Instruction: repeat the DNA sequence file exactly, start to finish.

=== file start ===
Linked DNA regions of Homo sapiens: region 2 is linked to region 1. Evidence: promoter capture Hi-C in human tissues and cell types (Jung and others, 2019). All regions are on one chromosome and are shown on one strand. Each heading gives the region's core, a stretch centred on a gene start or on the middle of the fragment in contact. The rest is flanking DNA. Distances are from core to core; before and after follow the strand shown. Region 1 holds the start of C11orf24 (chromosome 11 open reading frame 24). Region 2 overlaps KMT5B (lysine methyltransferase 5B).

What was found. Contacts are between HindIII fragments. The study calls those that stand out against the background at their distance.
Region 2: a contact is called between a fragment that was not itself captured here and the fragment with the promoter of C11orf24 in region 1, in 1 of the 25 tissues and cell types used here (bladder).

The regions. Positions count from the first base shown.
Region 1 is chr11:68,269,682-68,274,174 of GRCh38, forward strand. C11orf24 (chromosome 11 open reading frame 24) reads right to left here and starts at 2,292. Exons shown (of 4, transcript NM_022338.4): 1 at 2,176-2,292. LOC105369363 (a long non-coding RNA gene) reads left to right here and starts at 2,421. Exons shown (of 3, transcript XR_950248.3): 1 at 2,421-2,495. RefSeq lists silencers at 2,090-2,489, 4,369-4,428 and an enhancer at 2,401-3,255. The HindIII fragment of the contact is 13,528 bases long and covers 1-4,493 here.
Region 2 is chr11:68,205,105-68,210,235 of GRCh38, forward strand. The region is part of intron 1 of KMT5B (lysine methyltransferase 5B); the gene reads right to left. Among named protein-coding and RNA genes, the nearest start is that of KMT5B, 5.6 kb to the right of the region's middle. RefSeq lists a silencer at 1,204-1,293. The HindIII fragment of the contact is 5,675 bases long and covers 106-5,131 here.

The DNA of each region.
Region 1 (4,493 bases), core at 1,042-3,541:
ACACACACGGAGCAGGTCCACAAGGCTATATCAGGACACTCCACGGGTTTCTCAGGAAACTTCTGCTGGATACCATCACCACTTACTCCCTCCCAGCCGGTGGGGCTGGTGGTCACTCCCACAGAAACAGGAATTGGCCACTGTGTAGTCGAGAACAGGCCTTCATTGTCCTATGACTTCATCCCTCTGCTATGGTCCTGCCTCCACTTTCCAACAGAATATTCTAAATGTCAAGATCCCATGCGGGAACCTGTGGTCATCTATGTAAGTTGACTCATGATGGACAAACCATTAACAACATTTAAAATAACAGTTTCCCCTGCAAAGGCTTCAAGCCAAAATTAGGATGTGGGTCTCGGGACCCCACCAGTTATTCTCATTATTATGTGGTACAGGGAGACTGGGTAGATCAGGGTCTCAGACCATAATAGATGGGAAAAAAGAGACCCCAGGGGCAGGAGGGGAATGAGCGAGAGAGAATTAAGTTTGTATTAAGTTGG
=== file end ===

Linked DNA regions of Homo sapiens: region 2 is linked to region 1. Evidence: promoter capture Hi-C in human tissues and cell types (Jung and others, 2019). All regions are on one chromosome and are shown on one strand. Each heading gives the region's core, a stretch centred on a gene start or on the middle of the fragment in contact. The rest is flanking DNA. Distances are from core to core; before and after follow the strand shown. Region 1 holds the start of C11orf24 (chromosome 11 open reading frame 24). Region 2 overlaps KMT5B (lysine methyltransferase 5B).

What was found. Contacts are between HindIII fragments. The study calls those that stand out against the background at their distance.
Region 2: a contact is called between a fragment that was not itself captured here and the fragment with the promoter of C11orf24 in region 1, in 1 of the 25 tissues and cell types used here (bladder).

The regions. Positions count from the first base shown.
Region 1 is chr11:68,269,682-68,274,174 of GRCh38, forward strand. C11orf24 (chromosome 11 open reading frame 24) reads right to left here and starts at 2,292. Exons shown (of 4, transcript NM_022338.4): 1 at 2,176-2,292. LOC105369363 (a long non-coding RNA gene) reads left to right here and starts at 2,421. Exons shown (of 3, transcript XR_950248.3): 1 at 2,421-2,495. RefSeq lists silencers at 2,090-2,489, 4,369-4,428 and an enhancer at 2,401-3,255. The HindIII fragment of the contact is 13,528 bases long and covers 1-4,493 here.
Region 2 is chr11:68,205,105-68,210,235 of GRCh38, forward strand. The region is part of intron 1 of KMT5B (lysine methyltransferase 5B); the gene reads right to left. Among named protein-coding and RNA genes, the nearest start is that of KMT5B, 5.6 kb to the right of the region's middle. RefSeq lists a silencer at 1,204-1,293. The HindIII fragment of the contact is 5,675 bases long and covers 106-5,131 here.

The DNA of each region.
Region 1 (4,493 bases), core at 1,042-3,541:
ACACACACGGAGCAGGTCCACAAGGCTATATCAGGACACTCCACGGGTTTCTCAGGAAACTTCTGCTGGATACCATCACCACTTACTCCCTCCCAGCCGGTGGGGCTGGTGGTCACTCCCACAGAAACAGGAATTGGCCACTGTGTAGTCGAGAACAGGCCTTCATTGTCCTATGACTTCATCCCTCTGCTATGGTCCTGCCTCCACTTTCCAACAGAATATTCTAAATGTCAAGATCCCATGCGGGAACCTGTGGTCATCTATGTAAGTTGACTCATGATGGACAAACCATTAACAACATTTAAAATAACAGTTTCCCCTGCAAAGGCTTCAAGCCAAAATTAGGATGTGGGTCTCGGGACCCCACCAGTTATTCTCATTATTATGTGGTACAGGGAGACTGGGTAGATCAGGGTCTCAGACCATAATAGATGGGAAAAAAGAGACCCCAGGGGCAGGAGGGGAATGAGCGAGAGAGAATTAAGTTTGTATTAAGTTGG